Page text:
While many politicians on the left continue to downplay the issue of election fraud, threats to free and fair elections continue at an alarming rate, as our newest batch of cases for The Heritage …
While many politicians on the left continue to downplay the issue of election fraud, threats to free and fair elections continue at an alarming rate, as our newest batch of cases for The Heritage Foundation’s Election Fraud Database show.
Heritage’s Election Fraud Database contains 1,357 proven instances of election fraud, a number that is steadily rising. Each case emphasizes the need for election integrity.
All but one case in the most recent batch are about fraud committed during the 2020 general election.
These additions don’t include the 156 criminal referrals made by Florida election officials in the state’s nine largest counties in cases connected to the 2020 election. Local prosecutors so far have refused to investigate or prosecute those cases, as reported by the Public Interest Legal Foundation.
One of the cases added to Heritage’s database is that of Krista Connor of Arizona. Connor signed and submitted an absentee ballot in the name of her mother, who had died a month before the 2020 general election.
After being caught voting on behalf of her deceased mom, Connor pleaded guilty to one count of “attempting illegal voting.” She faces up to 18 months in prison and a substantial fine when she is sentenced later this month.
Connor’s case mirrors another one in Arizona. Tracey McKee, a registered Republican, was recently sentenced to two years of probation after casting an absentee ballot in the name of her mother, who also had died a month before the election.
Jay Ketcik, a registered Republican and resident of The Villages in Florida, voted twice in the 2020 election. Ketcik voted in person in Florida and then voted by absentee ballot in his home state of Michigan.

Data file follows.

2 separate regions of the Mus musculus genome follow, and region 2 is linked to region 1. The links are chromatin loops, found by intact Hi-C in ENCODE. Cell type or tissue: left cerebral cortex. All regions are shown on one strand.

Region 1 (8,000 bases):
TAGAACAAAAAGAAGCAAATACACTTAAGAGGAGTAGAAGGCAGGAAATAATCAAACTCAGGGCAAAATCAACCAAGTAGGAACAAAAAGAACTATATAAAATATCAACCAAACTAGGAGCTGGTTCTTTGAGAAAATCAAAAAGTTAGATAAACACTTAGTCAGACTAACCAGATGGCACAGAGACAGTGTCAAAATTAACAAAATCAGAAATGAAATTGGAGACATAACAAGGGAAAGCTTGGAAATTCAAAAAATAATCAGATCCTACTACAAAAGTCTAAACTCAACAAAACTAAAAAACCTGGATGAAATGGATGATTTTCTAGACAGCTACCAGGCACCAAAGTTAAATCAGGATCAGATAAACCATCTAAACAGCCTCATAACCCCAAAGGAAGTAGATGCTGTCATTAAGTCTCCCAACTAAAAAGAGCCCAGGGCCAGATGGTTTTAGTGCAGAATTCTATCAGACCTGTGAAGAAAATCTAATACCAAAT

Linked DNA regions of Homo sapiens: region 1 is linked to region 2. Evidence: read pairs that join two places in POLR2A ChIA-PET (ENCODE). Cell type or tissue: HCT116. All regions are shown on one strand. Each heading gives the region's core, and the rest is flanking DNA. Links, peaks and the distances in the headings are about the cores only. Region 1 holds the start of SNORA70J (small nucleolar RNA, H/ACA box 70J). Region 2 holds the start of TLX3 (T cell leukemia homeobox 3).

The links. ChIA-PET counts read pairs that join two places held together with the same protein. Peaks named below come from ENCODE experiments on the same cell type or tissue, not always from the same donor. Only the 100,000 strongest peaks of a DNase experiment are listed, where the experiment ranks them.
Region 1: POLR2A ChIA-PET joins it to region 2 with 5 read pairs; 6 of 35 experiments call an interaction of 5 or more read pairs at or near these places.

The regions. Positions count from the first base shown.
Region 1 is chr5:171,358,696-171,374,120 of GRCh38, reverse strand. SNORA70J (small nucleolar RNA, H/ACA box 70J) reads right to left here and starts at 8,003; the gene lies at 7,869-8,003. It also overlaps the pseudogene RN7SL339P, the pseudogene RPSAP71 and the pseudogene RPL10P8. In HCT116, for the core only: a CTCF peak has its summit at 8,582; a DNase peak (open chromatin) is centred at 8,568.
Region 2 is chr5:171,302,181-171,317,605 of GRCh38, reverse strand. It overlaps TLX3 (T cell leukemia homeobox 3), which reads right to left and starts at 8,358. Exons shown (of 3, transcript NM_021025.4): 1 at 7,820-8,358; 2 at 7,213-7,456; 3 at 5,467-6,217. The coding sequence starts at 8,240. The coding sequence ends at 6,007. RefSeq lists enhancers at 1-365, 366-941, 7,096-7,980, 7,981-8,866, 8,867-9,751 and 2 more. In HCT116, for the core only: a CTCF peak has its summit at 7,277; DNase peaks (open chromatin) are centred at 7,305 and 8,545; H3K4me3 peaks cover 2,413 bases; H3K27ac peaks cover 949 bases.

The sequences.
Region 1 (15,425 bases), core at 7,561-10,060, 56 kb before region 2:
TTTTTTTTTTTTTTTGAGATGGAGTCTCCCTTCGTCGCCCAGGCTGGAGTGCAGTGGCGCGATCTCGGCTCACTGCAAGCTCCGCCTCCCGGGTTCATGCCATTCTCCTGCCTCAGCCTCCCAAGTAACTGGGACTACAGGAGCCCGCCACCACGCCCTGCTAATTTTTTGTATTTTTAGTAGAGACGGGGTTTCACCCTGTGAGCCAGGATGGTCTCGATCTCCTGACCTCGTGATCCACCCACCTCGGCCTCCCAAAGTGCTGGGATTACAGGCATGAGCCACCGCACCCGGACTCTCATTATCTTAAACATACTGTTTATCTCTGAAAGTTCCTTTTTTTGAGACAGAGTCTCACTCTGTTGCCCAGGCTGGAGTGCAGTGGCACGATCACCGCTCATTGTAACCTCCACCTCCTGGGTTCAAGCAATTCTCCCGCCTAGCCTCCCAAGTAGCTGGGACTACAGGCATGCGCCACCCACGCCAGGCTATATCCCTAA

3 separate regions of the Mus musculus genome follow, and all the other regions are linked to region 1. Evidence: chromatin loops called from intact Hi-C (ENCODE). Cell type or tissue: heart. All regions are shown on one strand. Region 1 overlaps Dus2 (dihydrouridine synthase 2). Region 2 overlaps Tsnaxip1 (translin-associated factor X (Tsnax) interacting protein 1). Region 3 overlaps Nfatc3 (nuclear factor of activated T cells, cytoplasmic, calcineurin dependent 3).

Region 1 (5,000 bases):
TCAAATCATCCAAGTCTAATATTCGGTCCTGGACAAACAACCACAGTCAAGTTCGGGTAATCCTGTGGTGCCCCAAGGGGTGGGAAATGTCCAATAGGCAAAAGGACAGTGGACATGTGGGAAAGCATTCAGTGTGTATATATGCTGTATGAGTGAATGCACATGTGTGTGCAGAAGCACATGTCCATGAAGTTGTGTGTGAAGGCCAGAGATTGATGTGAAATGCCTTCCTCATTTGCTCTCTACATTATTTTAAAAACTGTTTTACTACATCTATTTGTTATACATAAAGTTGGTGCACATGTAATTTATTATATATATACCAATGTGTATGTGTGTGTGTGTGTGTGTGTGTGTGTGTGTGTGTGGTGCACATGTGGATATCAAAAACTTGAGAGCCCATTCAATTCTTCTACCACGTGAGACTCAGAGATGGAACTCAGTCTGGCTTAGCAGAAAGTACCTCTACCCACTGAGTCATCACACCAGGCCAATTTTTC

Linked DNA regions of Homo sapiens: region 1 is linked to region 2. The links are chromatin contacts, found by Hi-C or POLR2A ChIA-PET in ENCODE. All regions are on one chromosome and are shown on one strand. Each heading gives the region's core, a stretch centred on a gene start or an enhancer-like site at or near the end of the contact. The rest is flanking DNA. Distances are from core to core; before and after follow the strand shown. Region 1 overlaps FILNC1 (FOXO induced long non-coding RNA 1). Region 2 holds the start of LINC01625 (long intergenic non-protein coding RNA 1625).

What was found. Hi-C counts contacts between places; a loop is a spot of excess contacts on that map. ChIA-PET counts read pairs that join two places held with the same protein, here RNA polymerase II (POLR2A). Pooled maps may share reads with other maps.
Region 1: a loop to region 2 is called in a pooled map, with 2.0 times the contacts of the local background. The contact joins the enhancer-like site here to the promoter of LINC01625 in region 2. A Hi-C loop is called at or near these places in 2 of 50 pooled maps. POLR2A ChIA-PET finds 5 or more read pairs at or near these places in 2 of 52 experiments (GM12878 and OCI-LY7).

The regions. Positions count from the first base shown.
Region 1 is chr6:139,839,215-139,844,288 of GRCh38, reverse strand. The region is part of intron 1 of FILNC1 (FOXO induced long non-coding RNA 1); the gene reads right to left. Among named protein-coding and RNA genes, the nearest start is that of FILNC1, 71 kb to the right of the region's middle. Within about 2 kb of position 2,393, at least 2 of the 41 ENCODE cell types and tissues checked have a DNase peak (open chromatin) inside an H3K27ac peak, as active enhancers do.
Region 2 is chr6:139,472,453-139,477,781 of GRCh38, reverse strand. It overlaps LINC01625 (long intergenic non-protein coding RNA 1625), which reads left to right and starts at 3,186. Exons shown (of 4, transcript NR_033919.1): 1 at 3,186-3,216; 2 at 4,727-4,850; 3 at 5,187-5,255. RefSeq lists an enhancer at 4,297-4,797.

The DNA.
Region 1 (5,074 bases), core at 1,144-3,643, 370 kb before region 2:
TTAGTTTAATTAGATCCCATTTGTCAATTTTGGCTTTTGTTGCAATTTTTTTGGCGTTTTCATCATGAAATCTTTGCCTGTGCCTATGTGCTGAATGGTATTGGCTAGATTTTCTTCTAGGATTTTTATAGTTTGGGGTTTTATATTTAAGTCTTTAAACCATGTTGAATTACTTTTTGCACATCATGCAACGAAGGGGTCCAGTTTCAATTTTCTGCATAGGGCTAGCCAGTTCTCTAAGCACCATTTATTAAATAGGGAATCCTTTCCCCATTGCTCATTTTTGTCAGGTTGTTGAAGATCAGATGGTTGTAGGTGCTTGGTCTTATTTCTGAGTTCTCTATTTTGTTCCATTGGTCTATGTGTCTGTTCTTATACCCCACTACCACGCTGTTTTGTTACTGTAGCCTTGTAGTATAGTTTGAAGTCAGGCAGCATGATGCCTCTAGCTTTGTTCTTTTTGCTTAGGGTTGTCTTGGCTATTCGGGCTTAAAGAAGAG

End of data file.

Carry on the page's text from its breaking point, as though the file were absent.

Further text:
Fellow Villager Charles Barnes also voted twice in the 2020 election: in person in Florida and then by absentee ballot in his home state of Connecticut.
Barnes’ election fraud was discovered only after the registrar of voters in Milford, Connecticut, consulted ERIC, the Electronic Registration Information Center, an organization that compares member states’ voter registration lists, to discover the double voting. The election official reported the finding to the proper authorities and, in a rare occurrence, law enforcement took an interest in doing something about it.
Another case of duplicate voting, from New Hampshire, also demonstrates the need for states to cooperate to combat this problem.
Edward Amirault pleaded guilty to a class B felony after voting absentee in New Hampshire and then casting an in-person ballot in Massachusetts during the 2018 general election.
In addition to having his right to vote terminated in New Hampshire, Amirault was sentenced to 180 days in jail, suspended for good behavior provided he doesn’t commit more crimes. Amirault also was fined and penalized $4,960 and ordered to complete 100 hours of community service.
Threats to free and fair elections will persist so long as states fail to act to improve their election processes.
Republicans, Democrats, and independents alike deserve to have fairness and honesty in the electoral process.
With November’s midterm elections fast approaching, it’s important for voters to know their vote will count and not be diluted or canceled by fraudulent votes.
The writers are with The Heritage Foundation (www.heritage.org) in Washington. A longer version of this article appeared in The Daily Signal (dailysignal.com).